Apotome is Irrational

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Every apotome is irrational, i.e.:

$\ds \forall a, b \in \set {x \in \R_{>0} : x^2 \in \Q}: \paren {\frac a b \notin \Q \land \paren {\frac a b}^2 \in \Q} \implies \paren {\paren {a - b} \notin \Q \land \paren {a - b}^2 \notin \Q}$

In the words of Euclid:

If from a rational straight line there be subtracted a rational straight line commensurable with the whole in square only, the remainder is irrational; and let it be called an apotome.

(The Elements: Book $\text{X}$: Proposition $73$)



Let $AB$ be a rational straight line.

Let a rational straight line $BC$ which is commensurable in square only with $AB$ be cut off from $AB$.

We have that $AB$ is incommensurable in length with $BC$.

We also have:

$AB : BC = AB^2 : AB \cdot AC$

Therefore from Proposition $11$ of Book $\text{X} $: Commensurability of Elements of Proportional Magnitudes:

$AB^2$ is incommensurable with $AB \cdot AC$.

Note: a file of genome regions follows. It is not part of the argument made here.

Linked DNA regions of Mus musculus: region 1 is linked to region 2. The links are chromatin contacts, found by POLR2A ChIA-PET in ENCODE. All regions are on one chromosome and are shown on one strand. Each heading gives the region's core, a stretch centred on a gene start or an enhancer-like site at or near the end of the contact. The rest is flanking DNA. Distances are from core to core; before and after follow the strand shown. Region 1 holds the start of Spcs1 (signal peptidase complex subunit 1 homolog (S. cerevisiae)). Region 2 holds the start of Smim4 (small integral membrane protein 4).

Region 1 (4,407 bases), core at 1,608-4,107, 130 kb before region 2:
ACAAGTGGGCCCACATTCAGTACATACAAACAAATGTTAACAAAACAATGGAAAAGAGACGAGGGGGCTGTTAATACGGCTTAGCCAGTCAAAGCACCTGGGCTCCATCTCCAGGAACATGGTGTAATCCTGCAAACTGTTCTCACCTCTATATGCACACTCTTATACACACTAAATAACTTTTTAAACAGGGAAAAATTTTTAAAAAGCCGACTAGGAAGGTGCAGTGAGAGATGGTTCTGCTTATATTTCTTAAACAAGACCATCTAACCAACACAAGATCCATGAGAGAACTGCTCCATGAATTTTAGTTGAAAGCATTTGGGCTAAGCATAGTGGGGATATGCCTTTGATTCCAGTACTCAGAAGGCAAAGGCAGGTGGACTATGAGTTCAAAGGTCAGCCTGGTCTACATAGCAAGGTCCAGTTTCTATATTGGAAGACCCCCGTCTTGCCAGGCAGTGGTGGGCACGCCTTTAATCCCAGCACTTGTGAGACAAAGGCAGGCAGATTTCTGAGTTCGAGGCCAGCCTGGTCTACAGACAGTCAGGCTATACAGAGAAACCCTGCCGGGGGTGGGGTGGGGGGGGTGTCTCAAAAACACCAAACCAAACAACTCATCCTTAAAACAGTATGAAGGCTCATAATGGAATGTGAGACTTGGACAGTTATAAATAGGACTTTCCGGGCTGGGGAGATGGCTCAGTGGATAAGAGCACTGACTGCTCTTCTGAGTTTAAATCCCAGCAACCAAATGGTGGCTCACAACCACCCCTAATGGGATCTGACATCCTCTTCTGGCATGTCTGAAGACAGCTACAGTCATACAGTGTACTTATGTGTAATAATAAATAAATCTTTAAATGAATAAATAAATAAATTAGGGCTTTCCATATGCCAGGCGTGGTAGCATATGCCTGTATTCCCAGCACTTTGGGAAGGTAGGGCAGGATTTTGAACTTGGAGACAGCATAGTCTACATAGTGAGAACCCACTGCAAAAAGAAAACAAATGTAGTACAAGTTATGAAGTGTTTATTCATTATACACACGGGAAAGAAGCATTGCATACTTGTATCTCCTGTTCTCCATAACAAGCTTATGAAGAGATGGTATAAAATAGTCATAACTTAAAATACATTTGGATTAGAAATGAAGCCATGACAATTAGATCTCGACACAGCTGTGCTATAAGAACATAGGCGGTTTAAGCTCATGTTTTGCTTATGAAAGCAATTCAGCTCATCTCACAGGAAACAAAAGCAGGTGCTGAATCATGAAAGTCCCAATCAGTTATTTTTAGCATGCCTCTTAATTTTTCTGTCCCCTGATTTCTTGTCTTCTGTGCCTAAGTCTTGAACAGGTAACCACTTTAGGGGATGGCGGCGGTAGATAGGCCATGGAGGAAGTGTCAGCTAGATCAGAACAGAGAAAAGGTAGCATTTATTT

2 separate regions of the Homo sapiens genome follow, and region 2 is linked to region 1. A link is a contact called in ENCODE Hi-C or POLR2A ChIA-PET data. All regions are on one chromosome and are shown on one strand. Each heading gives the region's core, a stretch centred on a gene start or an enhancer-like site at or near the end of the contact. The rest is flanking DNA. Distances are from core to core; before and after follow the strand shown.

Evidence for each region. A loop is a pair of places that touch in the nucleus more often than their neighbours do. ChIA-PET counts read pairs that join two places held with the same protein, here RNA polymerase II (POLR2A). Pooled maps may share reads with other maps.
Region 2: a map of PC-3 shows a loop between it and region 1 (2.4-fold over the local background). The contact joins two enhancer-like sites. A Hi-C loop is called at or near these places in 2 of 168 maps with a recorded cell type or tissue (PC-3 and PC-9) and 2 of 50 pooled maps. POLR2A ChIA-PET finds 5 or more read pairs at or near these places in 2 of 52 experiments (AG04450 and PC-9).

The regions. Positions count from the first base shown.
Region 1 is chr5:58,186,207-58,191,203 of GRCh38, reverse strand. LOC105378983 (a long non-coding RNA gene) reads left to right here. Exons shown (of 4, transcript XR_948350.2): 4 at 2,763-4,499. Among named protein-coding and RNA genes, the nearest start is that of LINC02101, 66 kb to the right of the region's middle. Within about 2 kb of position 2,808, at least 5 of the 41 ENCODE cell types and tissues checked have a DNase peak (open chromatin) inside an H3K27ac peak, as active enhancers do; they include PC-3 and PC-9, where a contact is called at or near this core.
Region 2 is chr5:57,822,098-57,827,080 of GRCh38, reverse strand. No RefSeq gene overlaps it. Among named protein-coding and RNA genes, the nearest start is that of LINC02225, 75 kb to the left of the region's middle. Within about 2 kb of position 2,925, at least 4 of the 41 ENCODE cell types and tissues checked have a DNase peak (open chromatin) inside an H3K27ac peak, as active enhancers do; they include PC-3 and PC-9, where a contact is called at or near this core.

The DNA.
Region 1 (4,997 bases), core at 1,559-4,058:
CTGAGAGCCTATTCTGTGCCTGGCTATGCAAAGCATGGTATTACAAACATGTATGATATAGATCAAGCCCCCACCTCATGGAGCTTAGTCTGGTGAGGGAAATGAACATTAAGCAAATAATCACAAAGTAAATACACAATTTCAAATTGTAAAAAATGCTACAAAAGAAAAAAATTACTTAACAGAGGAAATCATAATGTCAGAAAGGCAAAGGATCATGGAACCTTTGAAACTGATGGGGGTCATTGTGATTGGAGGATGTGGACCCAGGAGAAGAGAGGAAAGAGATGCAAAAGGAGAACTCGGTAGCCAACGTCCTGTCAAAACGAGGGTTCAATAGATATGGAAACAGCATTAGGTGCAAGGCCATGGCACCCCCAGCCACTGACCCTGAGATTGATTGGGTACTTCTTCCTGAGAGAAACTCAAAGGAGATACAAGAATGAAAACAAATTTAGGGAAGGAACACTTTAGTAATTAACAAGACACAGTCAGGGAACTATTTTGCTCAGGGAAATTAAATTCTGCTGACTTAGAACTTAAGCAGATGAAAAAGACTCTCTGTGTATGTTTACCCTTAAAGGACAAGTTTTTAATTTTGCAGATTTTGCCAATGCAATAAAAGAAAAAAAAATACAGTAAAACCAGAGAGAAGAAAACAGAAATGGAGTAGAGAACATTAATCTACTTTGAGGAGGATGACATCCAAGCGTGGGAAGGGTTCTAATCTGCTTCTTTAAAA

But from Proposition $15$ of Book $\text{X} $: Commensurability of Sum of Commensurable Magnitudes:

$AB^2 + BC^2$ is commensurable with $AB^2$.

and from Proposition $6$ of Book $\text{X} $: Magnitudes with Rational Ratio are Commensurable:

$2 \cdot AB \cdot AC$ is commensurable with $AB \cdot AC$.

From Proposition $7$ of Book $\text{II} $: Square of Difference:

$AB^2 + BC^2 = 2 \cdot AB \cdot AC + CA^2$

and so from:

Proposition $13$ of Book $\text{X} $: Commensurable Magnitudes are Incommensurable with Same Magnitude


Proposition $16$ of Book $\text{X} $: Incommensurability of Sum of Incommensurable Magnitudes

it follows that:

$AB^2 + BC^2$ is incommensurable with $AC^2$.

But $AB$ and $BC$ are rational.

Therefore $AC$ is irrational.

Such a straight line is known as an apotome.


Historical Note

This proof is Proposition $73$ of Book $\text{X}$ of Euclid's The Elements.